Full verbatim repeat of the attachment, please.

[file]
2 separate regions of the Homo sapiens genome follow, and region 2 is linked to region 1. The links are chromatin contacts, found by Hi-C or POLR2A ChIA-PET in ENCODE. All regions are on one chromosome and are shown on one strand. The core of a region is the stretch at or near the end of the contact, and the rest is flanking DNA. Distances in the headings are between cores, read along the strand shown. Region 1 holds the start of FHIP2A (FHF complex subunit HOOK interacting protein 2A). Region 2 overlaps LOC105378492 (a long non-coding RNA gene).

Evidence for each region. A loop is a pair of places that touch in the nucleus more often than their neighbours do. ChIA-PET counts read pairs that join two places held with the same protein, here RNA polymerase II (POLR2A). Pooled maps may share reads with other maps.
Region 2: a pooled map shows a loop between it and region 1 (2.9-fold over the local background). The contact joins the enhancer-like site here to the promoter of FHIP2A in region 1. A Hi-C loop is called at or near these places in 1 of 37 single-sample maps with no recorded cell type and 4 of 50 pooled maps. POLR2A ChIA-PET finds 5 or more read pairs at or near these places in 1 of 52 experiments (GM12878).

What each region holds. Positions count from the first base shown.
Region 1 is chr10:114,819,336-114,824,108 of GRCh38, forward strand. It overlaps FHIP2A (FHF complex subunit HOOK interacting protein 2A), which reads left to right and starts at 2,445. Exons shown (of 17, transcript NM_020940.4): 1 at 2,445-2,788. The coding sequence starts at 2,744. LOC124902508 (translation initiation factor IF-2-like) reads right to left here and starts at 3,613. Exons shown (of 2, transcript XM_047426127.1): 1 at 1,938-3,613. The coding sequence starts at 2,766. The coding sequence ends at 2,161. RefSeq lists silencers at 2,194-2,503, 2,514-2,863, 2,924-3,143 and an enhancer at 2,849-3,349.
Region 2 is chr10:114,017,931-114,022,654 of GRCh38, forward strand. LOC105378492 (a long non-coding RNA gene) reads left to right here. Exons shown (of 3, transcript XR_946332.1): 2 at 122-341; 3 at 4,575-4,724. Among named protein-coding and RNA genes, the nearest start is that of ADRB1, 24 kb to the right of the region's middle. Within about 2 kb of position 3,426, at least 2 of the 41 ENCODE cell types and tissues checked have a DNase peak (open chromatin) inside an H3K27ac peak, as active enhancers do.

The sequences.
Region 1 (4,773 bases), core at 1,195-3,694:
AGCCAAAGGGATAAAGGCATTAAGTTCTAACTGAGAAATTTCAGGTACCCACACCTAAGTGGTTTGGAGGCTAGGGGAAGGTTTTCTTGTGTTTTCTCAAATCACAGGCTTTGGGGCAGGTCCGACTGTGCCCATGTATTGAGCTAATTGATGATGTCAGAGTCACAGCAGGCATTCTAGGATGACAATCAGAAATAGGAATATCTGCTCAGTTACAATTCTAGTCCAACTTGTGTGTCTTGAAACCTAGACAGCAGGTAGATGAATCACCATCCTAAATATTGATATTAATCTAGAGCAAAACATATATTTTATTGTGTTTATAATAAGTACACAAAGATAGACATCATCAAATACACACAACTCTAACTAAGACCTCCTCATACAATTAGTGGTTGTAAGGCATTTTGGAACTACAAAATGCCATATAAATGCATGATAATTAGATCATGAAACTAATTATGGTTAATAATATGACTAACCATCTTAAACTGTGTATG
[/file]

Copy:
2 separate regions of the Homo sapiens genome follow, and region 2 is linked to region 1. The links are chromatin contacts, found by Hi-C or POLR2A ChIA-PET in ENCODE. All regions are on one chromosome and are shown on one strand. The core of a region is the stretch at or near the end of the contact, and the rest is flanking DNA. Distances in the headings are between cores, read along the strand shown. Region 1 holds the start of FHIP2A (FHF complex subunit HOOK interacting protein 2A). Region 2 overlaps LOC105378492 (a long non-coding RNA gene).

Evidence for each region. A loop is a pair of places that touch in the nucleus more often than their neighbours do. ChIA-PET counts read pairs that join two places held with the same protein, here RNA polymerase II (POLR2A). Pooled maps may share reads with other maps.
Region 2: a pooled map shows a loop between it and region 1 (2.9-fold over the local background). The contact joins the enhancer-like site here to the promoter of FHIP2A in region 1. A Hi-C loop is called at or near these places in 1 of 37 single-sample maps with no recorded cell type and 4 of 50 pooled maps. POLR2A ChIA-PET finds 5 or more read pairs at or near these places in 1 of 52 experiments (GM12878).

What each region holds. Positions count from the first base shown.
Region 1 is chr10:114,819,336-114,824,108 of GRCh38, forward strand. It overlaps FHIP2A (FHF complex subunit HOOK interacting protein 2A), which reads left to right and starts at 2,445. Exons shown (of 17, transcript NM_020940.4): 1 at 2,445-2,788. The coding sequence starts at 2,744. LOC124902508 (translation initiation factor IF-2-like) reads right to left here and starts at 3,613. Exons shown (of 2, transcript XM_047426127.1): 1 at 1,938-3,613. The coding sequence starts at 2,766. The coding sequence ends at 2,161. RefSeq lists silencers at 2,194-2,503, 2,514-2,863, 2,924-3,143 and an enhancer at 2,849-3,349.
Region 2 is chr10:114,017,931-114,022,654 of GRCh38, forward strand. LOC105378492 (a long non-coding RNA gene) reads left to right here. Exons shown (of 3, transcript XR_946332.1): 2 at 122-341; 3 at 4,575-4,724. Among named protein-coding and RNA genes, the nearest start is that of ADRB1, 24 kb to the right of the region's middle. Within about 2 kb of position 3,426, at least 2 of the 41 ENCODE cell types and tissues checked have a DNase peak (open chromatin) inside an H3K27ac peak, as active enhancers do.

The sequences.
Region 1 (4,773 bases), core at 1,195-3,694:
AGCCAAAGGGATAAAGGCATTAAGTTCTAACTGAGAAATTTCAGGTACCCACACCTAAGTGGTTTGGAGGCTAGGGGAAGGTTTTCTTGTGTTTTCTCAAATCACAGGCTTTGGGGCAGGTCCGACTGTGCCCATGTATTGAGCTAATTGATGATGTCAGAGTCACAGCAGGCATTCTAGGATGACAATCAGAAATAGGAATATCTGCTCAGTTACAATTCTAGTCCAACTTGTGTGTCTTGAAACCTAGACAGCAGGTAGATGAATCACCATCCTAAATATTGATATTAATCTAGAGCAAAACATATATTTTATTGTGTTTATAATAAGTACACAAAGATAGACATCATCAAATACACACAACTCTAACTAAGACCTCCTCATACAATTAGTGGTTGTAAGGCATTTTGGAACTACAAAATGCCATATAAATGCATGATAATTAGATCATGAAACTAATTATGGTTAATAATATGACTAACCATCTTAAACTGTGTATG